The intricacy of the ‘real’ half of the Paceman is fairly astonishing, with a woven lattice of threads (above) and round head pins shadowing the car and also depicting the team of super-sized designers, led by Anders Warming, on the back wall. Thicker red cables contrast these tiny threads.

MINI say that KAPOOOW! ultimately narrates the birth of the Paceman. It was designed and built by Jeannette Ohlhaeuser and Thomas Wu in Munich and then transported, whole, to Milan.

Hyundai Fluidic Sculpture in Motion

12,000 translucent orbs combine to transform Hyundai’s ‘Fluidic Sculpture’ design language – until now the preserve of its rakish concept cars - into ‘interactive performance art’.

Reminiscent of Jim Campbell’s Exploded View, where perspective and chance are all-important, Hyundai’s piece has more to it than meets the eye. In a thoroughly violet ambiance, eight lasers, which perform on a seven-minute loop, surround the installation and the entire unit is suspended over a small body of water. After a light shower of simulated virtual rain, the ‘interactive’ bit happens, where the lasers illuminate different orbs in response human gestures. When there’s more than a couple of people it’s not immediately obvious who’s doing what, but it’s all made possible by a 3D scanning system that registers body warmth and orchestrates the lasers correspondingly.

Renault Twin’Z Concept

The aim was to break down the boundaries between the world of an object whose calling is to be in movement – the automobile – and that of furniture - Laurens van den Acker

This trippy little Renault is quite memorable, at least in the context of the fickle, mad-hatter world of automotive concepts. The seats are green carbon fibre frames that have germinated out of the floor, it rides on branching fluorescent wheels with each tiny spoke ending in the eye of a needle, and Ross Lovegrove’s sinuous use of light is supreme. All combine to tell you that the Twin’Z is inspired by nature. It’s quaint - and the ‘nature’ card is wheeled out by car manufacturers with metronomic frequency - but there’s no doubt that the finished product is fascinating.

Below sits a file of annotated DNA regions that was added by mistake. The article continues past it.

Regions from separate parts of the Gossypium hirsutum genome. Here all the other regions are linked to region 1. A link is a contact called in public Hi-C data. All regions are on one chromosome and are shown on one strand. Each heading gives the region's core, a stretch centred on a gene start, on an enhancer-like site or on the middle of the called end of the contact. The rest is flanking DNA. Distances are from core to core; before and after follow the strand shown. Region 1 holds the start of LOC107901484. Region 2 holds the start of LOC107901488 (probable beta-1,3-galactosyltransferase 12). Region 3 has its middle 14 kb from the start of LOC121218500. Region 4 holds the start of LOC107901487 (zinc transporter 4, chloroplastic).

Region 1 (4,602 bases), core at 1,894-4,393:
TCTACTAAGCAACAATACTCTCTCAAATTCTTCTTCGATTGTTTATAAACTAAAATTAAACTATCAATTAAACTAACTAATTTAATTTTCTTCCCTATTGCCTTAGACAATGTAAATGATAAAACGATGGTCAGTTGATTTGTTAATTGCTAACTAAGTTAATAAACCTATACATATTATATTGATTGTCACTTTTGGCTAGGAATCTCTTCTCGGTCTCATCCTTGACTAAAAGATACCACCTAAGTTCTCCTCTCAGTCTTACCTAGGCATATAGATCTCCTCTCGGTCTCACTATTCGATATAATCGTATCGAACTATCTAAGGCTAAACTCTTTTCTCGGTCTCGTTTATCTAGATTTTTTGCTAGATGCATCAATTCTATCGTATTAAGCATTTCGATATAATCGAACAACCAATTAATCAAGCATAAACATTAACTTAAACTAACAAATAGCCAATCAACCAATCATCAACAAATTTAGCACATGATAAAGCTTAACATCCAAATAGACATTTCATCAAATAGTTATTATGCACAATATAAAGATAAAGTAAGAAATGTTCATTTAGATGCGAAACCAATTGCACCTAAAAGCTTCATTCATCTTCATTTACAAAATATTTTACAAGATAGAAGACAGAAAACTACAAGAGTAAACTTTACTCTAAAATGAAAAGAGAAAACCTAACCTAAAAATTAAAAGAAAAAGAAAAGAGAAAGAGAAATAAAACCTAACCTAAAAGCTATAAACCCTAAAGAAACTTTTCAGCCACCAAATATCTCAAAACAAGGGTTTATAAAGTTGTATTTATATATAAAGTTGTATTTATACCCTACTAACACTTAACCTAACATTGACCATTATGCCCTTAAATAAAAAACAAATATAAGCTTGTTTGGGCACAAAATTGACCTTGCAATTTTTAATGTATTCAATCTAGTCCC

It shouldn’t come as a surprise that the powertrain is entirely electric, particularly considering what a wonderfully accomplished piece of product design Renault’s innovative ZOE is (head to page 10), but the Twin’Z is really inspired by the first-generation Twingo and much loved 5 – superminis that broke the mould in their day.

Range is 160km whilst top speed is a convenient 130kph, and although an aesthetically neutered production version to hit the roads next year – in both petrol and electric guise - let’s just enjoy the psychedelic original for now. 

Apart from the Yves Klein IKB 191 monochrome-inspired paintjob, the highlight is the PMMA-formed roofscape. 5mm thick, PMMA is already used in car headlights but its application to the roof was the hardest part of the project, according to Renault’s Vietnamese concept car project manager, Minh Au Truong. The same material is used on the rear light clusters.

The interior has been quite brutally dematerialised, and whilst car designers have for quite some time been talking about interior simplification - we’re currently overloaded by technology and applications inside our cars – it’s encouraging to see it in practice.

This means that everything you might find on a conventional dashboard – heating, seat adjustment, headlights etc - is neatly undertaken by a single touchscreen tablet, positioned where you might normally find a gearstick.

Existing as a single, almost unbroken, entity, the interior architecture is linked by highlighted milled lines that “describe a flow of energy”, mapping out the cabins topographic forms. It’s almost in the style of the windswept sandstone formations seen in various deserts – solid, but impossibly supple. With the suicide doors fully ajar, it’s a treat for the eyes.